We have reached the fifth and final stage of our Brexit series, and by now most of our work should be done – the first four stages of our innovation process have seen us research, rethink and realise a vision for the country that is all but guaranteed to make Brexit a resounding success. But it would be a mistake to simply conceive and implement a solution and then simply leave it alone – to squeeze the last drops of potential out of any opportunity, we must apply the fifth and final stage: measure progress.
As the name suggests, this involves ongoing analysis and fine-tuning of the original strategy to make sure it’s performing at maximum capacity. One of the fundamental challenges of innovation is not just arriving at the perfect business solution, but also implementing it without causing major disruption. Take driverless cars, for example – an amazing innovation that we are only just beginning to realise faces major executional obstacles between here and widespread adoption. Driverless cars may be a great idea on paper, or in an optimised setting, such as Alphabet’s Sidewalk Labs in Toronto. But in order to fit into the wider market, the idea will have to go through a process of extensive tweaks and changes, or else it risks being incompatible with the real world. The only way to understand how to make those changes is to monitor how a new product, service or technology is actually performing.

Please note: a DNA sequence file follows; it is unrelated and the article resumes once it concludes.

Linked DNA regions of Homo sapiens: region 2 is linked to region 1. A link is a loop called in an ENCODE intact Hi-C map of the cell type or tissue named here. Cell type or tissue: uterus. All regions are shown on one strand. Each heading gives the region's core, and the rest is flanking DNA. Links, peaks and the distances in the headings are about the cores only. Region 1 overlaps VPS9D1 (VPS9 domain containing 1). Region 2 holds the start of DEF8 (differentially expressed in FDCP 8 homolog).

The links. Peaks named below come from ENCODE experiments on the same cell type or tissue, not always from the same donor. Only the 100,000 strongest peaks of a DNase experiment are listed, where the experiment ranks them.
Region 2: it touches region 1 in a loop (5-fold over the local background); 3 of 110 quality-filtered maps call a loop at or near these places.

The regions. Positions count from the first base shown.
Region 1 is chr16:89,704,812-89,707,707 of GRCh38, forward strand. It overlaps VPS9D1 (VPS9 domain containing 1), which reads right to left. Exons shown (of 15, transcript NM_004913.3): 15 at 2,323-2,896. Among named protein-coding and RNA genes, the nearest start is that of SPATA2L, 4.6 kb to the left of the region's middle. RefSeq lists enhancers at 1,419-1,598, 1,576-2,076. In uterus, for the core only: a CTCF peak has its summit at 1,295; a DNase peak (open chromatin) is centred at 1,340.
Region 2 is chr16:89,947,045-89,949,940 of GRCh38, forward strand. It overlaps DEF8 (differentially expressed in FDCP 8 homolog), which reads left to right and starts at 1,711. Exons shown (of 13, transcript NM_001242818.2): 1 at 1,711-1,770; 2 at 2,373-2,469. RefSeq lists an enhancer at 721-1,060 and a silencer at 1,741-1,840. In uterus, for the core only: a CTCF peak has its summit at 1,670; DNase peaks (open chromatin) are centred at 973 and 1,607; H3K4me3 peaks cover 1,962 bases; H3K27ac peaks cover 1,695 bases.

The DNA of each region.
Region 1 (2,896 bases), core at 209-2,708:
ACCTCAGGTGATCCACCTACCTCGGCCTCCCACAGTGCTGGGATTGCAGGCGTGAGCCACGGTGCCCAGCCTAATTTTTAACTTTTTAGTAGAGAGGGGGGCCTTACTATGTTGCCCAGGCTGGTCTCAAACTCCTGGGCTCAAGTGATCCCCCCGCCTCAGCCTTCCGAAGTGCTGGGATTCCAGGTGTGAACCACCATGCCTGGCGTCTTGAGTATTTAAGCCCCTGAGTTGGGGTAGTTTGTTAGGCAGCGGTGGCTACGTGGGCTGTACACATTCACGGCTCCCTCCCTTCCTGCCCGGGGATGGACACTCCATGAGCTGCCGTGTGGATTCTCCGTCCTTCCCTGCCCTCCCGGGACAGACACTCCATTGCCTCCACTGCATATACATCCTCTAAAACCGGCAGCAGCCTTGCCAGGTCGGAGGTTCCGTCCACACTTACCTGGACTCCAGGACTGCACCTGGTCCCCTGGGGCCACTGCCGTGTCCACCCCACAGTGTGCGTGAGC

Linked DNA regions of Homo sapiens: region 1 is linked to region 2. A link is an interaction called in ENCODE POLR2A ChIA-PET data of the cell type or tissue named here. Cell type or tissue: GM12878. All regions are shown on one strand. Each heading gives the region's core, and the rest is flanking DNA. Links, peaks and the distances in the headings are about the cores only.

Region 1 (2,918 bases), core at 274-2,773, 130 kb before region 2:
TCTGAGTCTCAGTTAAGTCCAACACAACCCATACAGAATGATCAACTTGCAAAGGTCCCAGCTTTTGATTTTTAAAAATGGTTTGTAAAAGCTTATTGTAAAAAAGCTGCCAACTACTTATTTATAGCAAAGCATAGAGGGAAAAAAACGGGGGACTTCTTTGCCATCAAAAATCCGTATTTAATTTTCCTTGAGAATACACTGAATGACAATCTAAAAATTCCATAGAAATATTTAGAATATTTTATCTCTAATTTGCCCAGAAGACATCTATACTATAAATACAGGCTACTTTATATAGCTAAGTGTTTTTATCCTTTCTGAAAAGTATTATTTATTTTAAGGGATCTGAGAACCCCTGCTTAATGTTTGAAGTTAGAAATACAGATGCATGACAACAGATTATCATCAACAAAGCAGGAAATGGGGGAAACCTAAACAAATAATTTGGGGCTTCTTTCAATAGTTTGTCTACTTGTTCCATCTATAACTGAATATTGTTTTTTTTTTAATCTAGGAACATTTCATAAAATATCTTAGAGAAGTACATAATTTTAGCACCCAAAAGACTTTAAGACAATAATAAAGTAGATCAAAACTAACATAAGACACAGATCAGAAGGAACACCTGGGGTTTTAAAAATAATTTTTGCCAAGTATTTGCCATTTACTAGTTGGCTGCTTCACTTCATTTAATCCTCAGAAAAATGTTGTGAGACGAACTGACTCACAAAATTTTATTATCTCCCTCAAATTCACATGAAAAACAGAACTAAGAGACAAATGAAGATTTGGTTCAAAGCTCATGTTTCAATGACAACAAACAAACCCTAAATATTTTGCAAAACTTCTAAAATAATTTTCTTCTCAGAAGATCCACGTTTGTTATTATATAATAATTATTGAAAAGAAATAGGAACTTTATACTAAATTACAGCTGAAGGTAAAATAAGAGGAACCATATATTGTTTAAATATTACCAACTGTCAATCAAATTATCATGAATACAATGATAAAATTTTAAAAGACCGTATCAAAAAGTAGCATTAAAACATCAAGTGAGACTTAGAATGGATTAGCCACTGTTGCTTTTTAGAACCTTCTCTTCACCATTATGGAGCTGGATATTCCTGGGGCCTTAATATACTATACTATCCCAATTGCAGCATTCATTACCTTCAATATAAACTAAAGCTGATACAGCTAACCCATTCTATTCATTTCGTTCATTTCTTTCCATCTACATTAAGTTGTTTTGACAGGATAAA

Brexit, of all things, is likely to face many roadblocks before it can become anything resembling a success – if it ever does. Both the UK and the EU are aware of the challenges ahead; why else would we be staring at yet another exhausting deadline delay? It’s an enormously complex undertaking that we probably won’t get right on first try, with lots of hidden problems rearing their head after we’ve already left. Even if the government had followed our process to the letter, this would remain true – it always does – but since the country is largely flying blind at this point, the prospect of major issues down the line is pretty much inevitable. The one consolation for whichever government ends up delivering the final Brexit plan is that the Measure Progress stage, designed to minimise these problems as much as possible, is an ongoing and long-term part of the process – and thus one they still have time to undertake, even as we crash headlong into the terrifying future.
In order to deliver the best Brexit possible, we will need to establish some measures of success – how do we want a final Brexit to actually look? These KPIs, or targets, or whatever we want to call them, must be measurable – we need tangible metrics to set against our performance as a country. These might be things like a) faith in the government, b) Britain’s economic capacity and market value, c) jobs and employment figures, d) opinion polls that describe the overall contentment of the UK’s population. The government, if it is realistic about achieving the optimum results, must establish a clear game-plan not just for measuring its own success but for improving its performance if it turns out to be falling short of the ideal.